Consequence: Because she brought up the issue in an attacking manner, Person B did not hear the request beneath the criticism and will not make any changes.

3) Baby Bully

For this scenario, I’m going to use a woman and a man. The two previous examples are fairly gender neutral. The Baby Bully syndrome is more gender-specific. Everyone falls into different roles on different topics, but in the disputes I’ve scene the predominant response is that women are called the “baby” and men are called the “bully.”

Brad: I can never say anything to you. You’re such a baby.
Angelina: You can never say anything nice to me. You’re such a bully.

Both disputants in this scenario are completely correct and both are completely wrong–it just depends whose side you’re looking from.

Unfortunately, what really matters is not whether they are right or wrong. What matters is whether this conversation is working.

Here’s an example:

Brad: Pass the salt.

Brad has said something that is completely within his comfort zone of acceptable communication. He would be fine with someone speaking to him this way. He does not mean to be unkind in any way. He sees Angelina as an equal, someone he is comfortable with, and is glad he can speak to her easily without having to “put on airs” or “walk on eggshells.” “I speak easily and directly to her because I respect her.” He is glad that he is able to be confident when he speaks with her, and not have to be wishy washy which to him sounds untrustworthy.

Angelina is thinking “I would never just order him around like that. What a bully. I always ask him to do things like some kind of a doormat, like he is better than me. He can’t even say please, the jerk.” Giving a direct statement is outside of Angelina’s zone of acceptable communication. She would not speak that way to someone she respected. She speaks to him with kindness, and expects the same. To her, asking instead of commanding has the underlying assumption that “I know you were doing something else which is probably important, but I would appreciate it if you could take time out of your schedule to pass me the salt. If you do that, it will show me that you care about me/respect me/accept my request and think it is valid.”

In the workplace, this comes across as a power imbalance. Aggressor vs. victim. Boss vs. flunky.
In relationships, this comes across as too sensitive vs. a jerk. Crazy emotional vs. stone cold.

In relationships, this typically represents the woman’s need for love and the man’s need for respect. He treats her with the same respect he would an equal, but she wants to be treated with love. For instance, she still wants him to hold the door for her as a sign of love, but he might feel that doing so is belittling.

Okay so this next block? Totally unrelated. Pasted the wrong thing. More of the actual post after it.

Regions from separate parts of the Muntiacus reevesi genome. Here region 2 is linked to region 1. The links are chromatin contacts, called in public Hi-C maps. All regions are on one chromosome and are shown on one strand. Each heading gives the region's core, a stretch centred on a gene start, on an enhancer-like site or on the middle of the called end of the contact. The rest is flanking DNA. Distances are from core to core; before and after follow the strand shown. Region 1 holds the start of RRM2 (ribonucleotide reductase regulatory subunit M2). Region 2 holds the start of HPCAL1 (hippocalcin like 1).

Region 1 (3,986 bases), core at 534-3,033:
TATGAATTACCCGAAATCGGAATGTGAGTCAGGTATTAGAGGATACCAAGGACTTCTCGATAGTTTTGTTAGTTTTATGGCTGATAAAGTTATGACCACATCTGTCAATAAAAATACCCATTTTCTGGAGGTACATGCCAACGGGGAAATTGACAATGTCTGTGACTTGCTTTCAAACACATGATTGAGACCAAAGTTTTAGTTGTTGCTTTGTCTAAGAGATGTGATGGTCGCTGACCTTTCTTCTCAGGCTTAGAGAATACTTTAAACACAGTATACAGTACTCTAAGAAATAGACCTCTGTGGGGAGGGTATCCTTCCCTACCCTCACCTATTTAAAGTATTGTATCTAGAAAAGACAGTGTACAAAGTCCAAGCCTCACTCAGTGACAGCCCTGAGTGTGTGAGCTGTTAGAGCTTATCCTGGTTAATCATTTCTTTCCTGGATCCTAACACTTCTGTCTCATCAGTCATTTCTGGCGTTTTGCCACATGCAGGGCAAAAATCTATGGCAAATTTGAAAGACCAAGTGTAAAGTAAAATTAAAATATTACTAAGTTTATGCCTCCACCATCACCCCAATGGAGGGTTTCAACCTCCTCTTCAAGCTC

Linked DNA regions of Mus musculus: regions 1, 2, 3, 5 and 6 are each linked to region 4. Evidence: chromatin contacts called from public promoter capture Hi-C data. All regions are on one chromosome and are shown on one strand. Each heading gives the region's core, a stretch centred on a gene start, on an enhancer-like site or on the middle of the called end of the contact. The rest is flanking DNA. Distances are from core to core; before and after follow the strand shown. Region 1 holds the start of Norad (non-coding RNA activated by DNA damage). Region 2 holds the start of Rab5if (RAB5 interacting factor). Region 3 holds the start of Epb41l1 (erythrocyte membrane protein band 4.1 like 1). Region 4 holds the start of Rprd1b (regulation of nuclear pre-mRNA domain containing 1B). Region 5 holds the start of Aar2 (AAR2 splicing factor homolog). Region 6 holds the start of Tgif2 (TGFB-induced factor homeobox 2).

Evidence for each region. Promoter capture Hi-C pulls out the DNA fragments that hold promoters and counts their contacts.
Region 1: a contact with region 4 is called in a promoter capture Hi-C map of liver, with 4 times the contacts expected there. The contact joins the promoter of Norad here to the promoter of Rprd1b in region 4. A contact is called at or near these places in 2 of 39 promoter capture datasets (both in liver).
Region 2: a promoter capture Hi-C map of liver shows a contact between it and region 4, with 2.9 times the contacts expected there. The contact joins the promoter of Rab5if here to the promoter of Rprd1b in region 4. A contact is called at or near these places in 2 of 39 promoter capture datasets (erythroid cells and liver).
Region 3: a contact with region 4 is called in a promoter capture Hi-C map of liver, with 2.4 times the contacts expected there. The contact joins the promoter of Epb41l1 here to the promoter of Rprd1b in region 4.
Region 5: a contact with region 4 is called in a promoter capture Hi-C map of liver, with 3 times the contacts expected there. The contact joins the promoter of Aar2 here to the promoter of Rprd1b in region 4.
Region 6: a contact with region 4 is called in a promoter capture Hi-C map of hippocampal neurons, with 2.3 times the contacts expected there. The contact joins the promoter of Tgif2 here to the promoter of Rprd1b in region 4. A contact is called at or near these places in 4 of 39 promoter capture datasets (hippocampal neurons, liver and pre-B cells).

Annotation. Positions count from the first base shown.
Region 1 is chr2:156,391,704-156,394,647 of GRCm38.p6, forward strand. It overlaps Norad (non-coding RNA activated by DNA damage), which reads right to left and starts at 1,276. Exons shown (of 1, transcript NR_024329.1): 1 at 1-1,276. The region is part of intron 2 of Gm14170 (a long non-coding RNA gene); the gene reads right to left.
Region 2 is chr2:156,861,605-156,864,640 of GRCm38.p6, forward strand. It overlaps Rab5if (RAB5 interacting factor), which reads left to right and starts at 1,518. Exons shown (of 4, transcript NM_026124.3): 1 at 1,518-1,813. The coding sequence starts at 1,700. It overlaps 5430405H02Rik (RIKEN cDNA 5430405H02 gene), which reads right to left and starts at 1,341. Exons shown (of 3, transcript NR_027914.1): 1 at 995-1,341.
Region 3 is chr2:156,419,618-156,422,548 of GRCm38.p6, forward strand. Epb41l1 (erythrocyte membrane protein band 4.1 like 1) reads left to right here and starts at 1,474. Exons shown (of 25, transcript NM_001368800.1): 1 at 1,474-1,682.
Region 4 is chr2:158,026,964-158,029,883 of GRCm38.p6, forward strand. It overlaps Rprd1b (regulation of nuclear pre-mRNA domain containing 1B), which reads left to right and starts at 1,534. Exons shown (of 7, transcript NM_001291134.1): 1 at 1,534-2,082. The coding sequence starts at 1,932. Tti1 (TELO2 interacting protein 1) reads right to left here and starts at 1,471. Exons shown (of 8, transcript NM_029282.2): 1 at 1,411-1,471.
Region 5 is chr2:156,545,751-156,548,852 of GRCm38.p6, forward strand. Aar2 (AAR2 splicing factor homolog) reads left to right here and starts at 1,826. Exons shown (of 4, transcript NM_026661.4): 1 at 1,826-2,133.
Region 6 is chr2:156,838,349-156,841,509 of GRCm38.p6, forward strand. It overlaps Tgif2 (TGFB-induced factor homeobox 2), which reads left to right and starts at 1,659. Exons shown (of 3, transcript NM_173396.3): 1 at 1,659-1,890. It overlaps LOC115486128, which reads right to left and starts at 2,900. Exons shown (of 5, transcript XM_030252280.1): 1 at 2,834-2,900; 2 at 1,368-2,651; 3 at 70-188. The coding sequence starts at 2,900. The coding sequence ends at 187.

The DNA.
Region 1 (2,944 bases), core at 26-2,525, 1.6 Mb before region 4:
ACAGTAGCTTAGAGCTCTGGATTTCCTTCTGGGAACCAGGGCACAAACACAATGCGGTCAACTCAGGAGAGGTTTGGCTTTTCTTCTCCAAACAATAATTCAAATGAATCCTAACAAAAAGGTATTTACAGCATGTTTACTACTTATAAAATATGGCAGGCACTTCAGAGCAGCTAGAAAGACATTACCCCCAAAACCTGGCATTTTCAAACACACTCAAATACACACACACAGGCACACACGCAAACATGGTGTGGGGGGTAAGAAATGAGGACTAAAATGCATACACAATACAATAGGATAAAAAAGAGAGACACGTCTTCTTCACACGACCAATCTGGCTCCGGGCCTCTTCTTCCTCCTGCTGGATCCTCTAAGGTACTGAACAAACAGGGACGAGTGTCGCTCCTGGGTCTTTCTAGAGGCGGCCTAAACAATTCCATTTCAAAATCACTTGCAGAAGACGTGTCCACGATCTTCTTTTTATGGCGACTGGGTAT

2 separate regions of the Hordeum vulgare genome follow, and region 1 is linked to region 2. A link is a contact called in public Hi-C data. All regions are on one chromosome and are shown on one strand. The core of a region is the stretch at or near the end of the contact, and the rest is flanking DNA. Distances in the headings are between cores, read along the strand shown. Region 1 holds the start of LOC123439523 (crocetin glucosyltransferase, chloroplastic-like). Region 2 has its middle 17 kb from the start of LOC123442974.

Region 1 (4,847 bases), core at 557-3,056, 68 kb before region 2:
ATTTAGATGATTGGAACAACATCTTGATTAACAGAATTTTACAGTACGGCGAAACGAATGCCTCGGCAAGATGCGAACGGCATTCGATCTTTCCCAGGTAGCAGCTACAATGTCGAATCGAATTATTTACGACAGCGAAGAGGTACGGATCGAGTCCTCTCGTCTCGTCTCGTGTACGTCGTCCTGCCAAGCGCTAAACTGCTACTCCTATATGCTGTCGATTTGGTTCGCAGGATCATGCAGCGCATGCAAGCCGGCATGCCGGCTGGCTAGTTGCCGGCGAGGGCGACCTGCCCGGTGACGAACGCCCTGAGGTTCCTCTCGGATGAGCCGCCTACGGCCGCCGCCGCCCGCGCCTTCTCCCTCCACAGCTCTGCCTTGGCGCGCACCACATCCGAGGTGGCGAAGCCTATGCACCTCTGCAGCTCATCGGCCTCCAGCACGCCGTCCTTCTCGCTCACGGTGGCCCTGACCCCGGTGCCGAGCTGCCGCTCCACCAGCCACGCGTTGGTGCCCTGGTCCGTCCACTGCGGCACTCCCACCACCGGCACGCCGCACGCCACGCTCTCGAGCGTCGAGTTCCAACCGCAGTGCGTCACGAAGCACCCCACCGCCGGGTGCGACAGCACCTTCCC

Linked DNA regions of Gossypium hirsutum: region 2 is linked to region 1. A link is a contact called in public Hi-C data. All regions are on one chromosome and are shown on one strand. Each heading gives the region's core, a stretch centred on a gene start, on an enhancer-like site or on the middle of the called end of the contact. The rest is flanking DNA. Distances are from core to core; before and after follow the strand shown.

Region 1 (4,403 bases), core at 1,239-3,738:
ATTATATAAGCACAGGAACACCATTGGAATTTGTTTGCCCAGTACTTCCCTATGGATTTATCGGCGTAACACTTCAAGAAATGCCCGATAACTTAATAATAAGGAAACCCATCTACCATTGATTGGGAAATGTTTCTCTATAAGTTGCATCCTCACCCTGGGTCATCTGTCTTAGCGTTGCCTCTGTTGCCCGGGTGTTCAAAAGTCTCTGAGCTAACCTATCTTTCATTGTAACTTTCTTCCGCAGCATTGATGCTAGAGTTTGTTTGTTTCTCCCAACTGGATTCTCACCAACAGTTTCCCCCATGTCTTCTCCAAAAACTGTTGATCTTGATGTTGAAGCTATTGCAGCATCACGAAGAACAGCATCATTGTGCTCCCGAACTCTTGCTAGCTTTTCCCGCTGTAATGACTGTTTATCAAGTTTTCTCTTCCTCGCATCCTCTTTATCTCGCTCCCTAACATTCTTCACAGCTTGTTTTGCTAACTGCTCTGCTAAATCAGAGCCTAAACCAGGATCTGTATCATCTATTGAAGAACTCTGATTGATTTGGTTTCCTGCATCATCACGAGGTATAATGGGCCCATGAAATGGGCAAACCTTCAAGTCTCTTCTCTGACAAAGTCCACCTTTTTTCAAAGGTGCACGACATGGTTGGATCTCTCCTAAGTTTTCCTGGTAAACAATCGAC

Solution: There is no right or wrong answer. Rather, the only option is finding an overlapping zone of acceptable communication. If something is just outside of your zone, you will often need to make a choice. Was this person really belittling me? Did they intend to be unkind? Is this something I need to battle, or can I accept the tone? Was she intending to speak to me disrespectful, like she’s explaining something simple to a child? Was he intending to speak to me so rudely, like I’m a lowly, disobedient child?

First, recognize the motive. Second, recognize what you can accept and what you cannot.

In a corporate setting, I will often refer to this as the Thunder Turtle Syndrome. One person thunders so loudly that it makes the turtle withdraw into his shell. The more the turtle withdraws and doesn’t come out to deal with the conflict, the louder the thunder roars.

These 3 disputes (Meany Sneaky, Turkey Chicken, and Baby Bully) find themselves in every environment, and they all have one thing in common: they are ineffective! If you recognize yourself in the middle of one of those, pause, back out, and attempt the tried and true communication strategies: address early, honestly, openly, and respectfully.


Clare Fowler

Clare Fowler is Executive Vice-President and Managing Editor at, as well as a mediator and trainer. Clare received her Master's of Dispute Resolution from the Straus Institute for Dispute Resolution at the Pepperdine University School of Law and her Doctorate in Organizational Leadership, focused on reducing workplace conflicts, from Pepperdine… MORE >